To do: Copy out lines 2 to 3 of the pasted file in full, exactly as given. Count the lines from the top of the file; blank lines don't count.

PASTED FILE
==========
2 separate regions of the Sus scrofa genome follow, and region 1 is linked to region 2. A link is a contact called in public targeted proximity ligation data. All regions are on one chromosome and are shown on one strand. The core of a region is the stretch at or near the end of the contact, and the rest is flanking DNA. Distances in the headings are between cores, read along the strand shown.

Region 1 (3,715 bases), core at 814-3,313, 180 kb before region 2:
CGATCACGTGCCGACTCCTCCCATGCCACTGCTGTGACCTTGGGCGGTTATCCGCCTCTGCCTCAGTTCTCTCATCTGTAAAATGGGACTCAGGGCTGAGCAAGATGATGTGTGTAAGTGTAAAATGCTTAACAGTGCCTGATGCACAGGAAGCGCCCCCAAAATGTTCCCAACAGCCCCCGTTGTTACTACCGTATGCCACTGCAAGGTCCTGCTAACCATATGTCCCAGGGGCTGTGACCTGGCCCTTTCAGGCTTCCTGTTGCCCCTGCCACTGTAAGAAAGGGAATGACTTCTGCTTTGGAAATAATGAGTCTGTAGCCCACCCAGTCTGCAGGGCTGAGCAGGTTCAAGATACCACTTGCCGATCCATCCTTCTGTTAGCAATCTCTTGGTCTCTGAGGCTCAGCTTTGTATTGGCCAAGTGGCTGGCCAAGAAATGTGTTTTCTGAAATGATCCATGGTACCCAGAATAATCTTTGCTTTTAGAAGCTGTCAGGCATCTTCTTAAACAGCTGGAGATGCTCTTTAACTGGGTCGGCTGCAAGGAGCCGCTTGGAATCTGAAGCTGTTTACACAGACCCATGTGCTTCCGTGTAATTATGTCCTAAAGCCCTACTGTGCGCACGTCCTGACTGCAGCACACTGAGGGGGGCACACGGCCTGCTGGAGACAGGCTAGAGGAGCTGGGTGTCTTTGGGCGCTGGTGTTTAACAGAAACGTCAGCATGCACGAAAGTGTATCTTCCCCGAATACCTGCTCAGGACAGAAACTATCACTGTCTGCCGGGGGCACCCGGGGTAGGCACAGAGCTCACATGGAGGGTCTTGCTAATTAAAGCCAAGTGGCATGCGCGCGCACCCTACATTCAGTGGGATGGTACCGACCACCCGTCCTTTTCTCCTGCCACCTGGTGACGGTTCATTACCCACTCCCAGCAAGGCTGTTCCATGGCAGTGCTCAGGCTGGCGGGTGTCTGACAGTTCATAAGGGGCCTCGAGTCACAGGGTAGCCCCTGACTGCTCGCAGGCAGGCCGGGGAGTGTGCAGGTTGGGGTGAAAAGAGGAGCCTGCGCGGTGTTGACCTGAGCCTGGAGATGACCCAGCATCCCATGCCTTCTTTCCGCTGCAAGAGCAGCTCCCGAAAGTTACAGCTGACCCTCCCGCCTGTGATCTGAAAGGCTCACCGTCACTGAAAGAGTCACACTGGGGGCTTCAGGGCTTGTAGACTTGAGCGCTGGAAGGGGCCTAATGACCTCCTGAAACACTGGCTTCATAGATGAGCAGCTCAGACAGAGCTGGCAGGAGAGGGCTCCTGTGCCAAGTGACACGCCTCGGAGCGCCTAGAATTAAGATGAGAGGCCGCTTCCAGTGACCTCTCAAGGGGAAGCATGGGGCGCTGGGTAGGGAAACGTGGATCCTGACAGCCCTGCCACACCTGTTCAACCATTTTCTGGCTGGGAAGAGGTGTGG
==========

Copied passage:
Region 1 (3,715 bases), core at 814-3,313, 180 kb before region 2:
CGATCACGTGCCGACTCCTCCCATGCCACTGCTGTGACCTTGGGCGGTTATCCGCCTCTGCCTCAGTTCTCTCATCTGTAAAATGGGACTCAGGGCTGAGCAAGATGATGTGTGTAAGTGTAAAATGCTTAACAGTGCCTGATGCACAGGAAGCGCCCCCAAAATGTTCCCAACAGCCCCCGTTGTTACTACCGTATGCCACTGCAAGGTCCTGCTAACCATATGTCCCAGGGGCTGTGACCTGGCCCTTTCAGGCTTCCTGTTGCCCCTGCCACTGTAAGAAAGGGAATGACTTCTGCTTTGGAAATAATGAGTCTGTAGCCCACCCAGTCTGCAGGGCTGAGCAGGTTCAAGATACCACTTGCCGATCCATCCTTCTGTTAGCAATCTCTTGGTCTCTGAGGCTCAGCTTTGTATTGGCCAAGTGGCTGGCCAAGAAATGTGTTTTCTGAAATGATCCATGGTACCCAGAATAATCTTTGCTTTTAGAAGCTGTCAGGCATCTTCTTAAACAGCTGGAGATGCTCTTTAACTGGGTCGGCTGCAAGGAGCCGCTTGGAATCTGAAGCTGTTTACACAGACCCATGTGCTTCCGTGTAATTATGTCCTAAAGCCCTACTGTGCGCACGTCCTGACTGCAGCACACTGAGGGGGGCACACGGCCTGCTGGAGACAGGCTAGAGGAGCTGGGTGTCTTTGGGCGCTGGTGTTTAACAGAAACGTCAGCATGCACGAAAGTGTATCTTCCCCGAATACCTGCTCAGGACAGAAACTATCACTGTCTGCCGGGGGCACCCGGGGTAGGCACAGAGCTCACATGGAGGGTCTTGCTAATTAAAGCCAAGTGGCATGCGCGCGCACCCTACATTCAGTGGGATGGTACCGACCACCCGTCCTTTTCTCCTGCCACCTGGTGACGGTTCATTACCCACTCCCAGCAAGGCTGTTCCATGGCAGTGCTCAGGCTGGCGGGTGTCTGACAGTTCATAAGGGGCCTCGAGTCACAGGGTAGCCCCTGACTGCTCGCAGGCAGGCCGGGGAGTGTGCAGGTTGGGGTGAAAAGAGGAGCCTGCGCGGTGTTGACCTGAGCCTGGAGATGACCCAGCATCCCATGCCTTCTTTCCGCTGCAAGAGCAGCTCCCGAAAGTTACAGCTGACCCTCCCGCCTGTGATCTGAAAGGCTCACCGTCACTGAAAGAGTCACACTGGGGGCTTCAGGGCTTGTAGACTTGAGCGCTGGAAGGGGCCTAATGACCTCCTGAAACACTGGCTTCATAGATGAGCAGCTCAGACAGAGCTGGCAGGAGAGGGCTCCTGTGCCAAGTGACACGCCTCGGAGCGCCTAGAATTAAGATGAGAGGCCGCTTCCAGTGACCTCTCAAGGGGAAGCATGGGGCGCTGGGTAGGGAAACGTGGATCCTGACAGCCCTGCCACACCTGTTCAACCATTTTCTGGCTGGGAAGAGGTGTGG